Jones says that when you want to pass a racer in front of you, you tell him by running up and bumping him gently. If he doesn’t get off the road, you do it again, this time smashing into the rear of his truck and accelerating to push him off the course. He says there are some guys who make a point of never getting out of the way. With them he’s a little less gentle.

Part of what makes racing in Baja such a challenge is that the course is not closed. Racers have to watch out for slow moving jalopies carrying water tanks, watermelons, schoolkids. Spectators crowd around jumps, barely scattering when approaching trucks land. Livestock wanders across the road. Locals build booby traps on the course, flooding fields, digging pits, and piling waist-high walls of rock across the trail, then camping out nearby to watch the racers crash.

Jones says one way to deal with the traps is to crank your wheel hard over, skidding the truck sideways to scrub off speed, then turning back at the last minute to hit head-on as slow as possible. Time this wrong and your truck might flip, bouncing end over end and strewing parts across the countryside. He calls this kind of crash a yard sale.

In the afternoon we buy tamales from a woman who is selling them out of her backpack. The difference between the racers and the rest of the population is pretty stark. Some Mexicans compete, but most of them are wealthy farmers. You have to have money to fund a truck. Jones says he’ll spend $65,000 of his own money just in logisitics, setting up pit crews and other support that’ll help him complete the race.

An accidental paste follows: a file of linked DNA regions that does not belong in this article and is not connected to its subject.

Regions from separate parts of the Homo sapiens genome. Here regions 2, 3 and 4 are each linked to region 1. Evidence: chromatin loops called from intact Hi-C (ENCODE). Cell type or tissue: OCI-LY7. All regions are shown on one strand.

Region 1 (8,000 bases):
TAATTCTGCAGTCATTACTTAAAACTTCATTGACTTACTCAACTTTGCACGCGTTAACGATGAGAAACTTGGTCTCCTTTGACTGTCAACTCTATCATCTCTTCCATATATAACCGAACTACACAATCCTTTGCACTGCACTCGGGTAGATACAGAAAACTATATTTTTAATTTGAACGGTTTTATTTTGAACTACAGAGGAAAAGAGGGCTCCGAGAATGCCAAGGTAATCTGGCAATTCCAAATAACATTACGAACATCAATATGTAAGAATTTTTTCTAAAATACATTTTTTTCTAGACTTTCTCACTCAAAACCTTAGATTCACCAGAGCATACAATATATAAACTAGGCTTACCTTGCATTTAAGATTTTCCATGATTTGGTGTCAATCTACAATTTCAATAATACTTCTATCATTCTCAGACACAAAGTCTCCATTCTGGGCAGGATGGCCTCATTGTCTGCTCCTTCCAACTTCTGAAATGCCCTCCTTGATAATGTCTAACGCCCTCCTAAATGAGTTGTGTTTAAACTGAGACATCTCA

Meanwhile, rumor has it that a workers strike may shut down the course on the day of the race. They’re fighting for a boost to the minimum wage, currently just .40 cents an hour. With such income disparity you’d think the racers would get a lot of stony looks, but instead they’re celebrities down here. Off-road racing is like Baja’s national sport. Every time they stop they get mobbed, surrounded by crowds of kids (and sometimes grownups) who want racing stickers they can slap on their own vehicles.

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The worst stretch of the course comes just east of the town of Rumorosa. It’s a 7-mile goat path that twists back and forth down the sheer face of a 4,000-foot cliff. The road is so narrow that even Martelli’s Razors have to make 3-point turns around the switchbacks. A strong wind rocks the trucks as we make the descent, hissing through the cactus needles like an angry cockroach. "Everywhere else we go, if you go off the course? Maybe you get stuck,” says Jones. “Here you could end your life."

Late in the evening we stop in San Felipe to sleep in a beach hotel. The tide is dropping fast and there are fish breaking bait just a few hundred yards off shore. It makes me wish I’d brought a surf rod. Instead we stay up late, drinking Tecate and listening to the drivers tell crash stories.

To hear them talk, folding up a truck is no big deal. And maybe it’s not. Trophy trucks are built around tough cages designed to protect their passengers from all but the worst pile-ups. But dancing with death seems to be part of this race, or maybe a part of what makes you a racer. It reminds me of bullfighting. The closer and more gracefully you can ride the edge, the more likely it is that you’ll win the glory. Maybe that’s why the sport is so big in Baja.

As for tips for basic off-road driving? The best one came from Menzies co-driver, Pete Mortensen, one of the best mechanics in the business, a super-fit gearhead who can change one of Menzies' 140-pound wheels in less than a minute-and-a-half. "Drive slow or you'll break stuff," he says.

Photos courtesy of Mad Media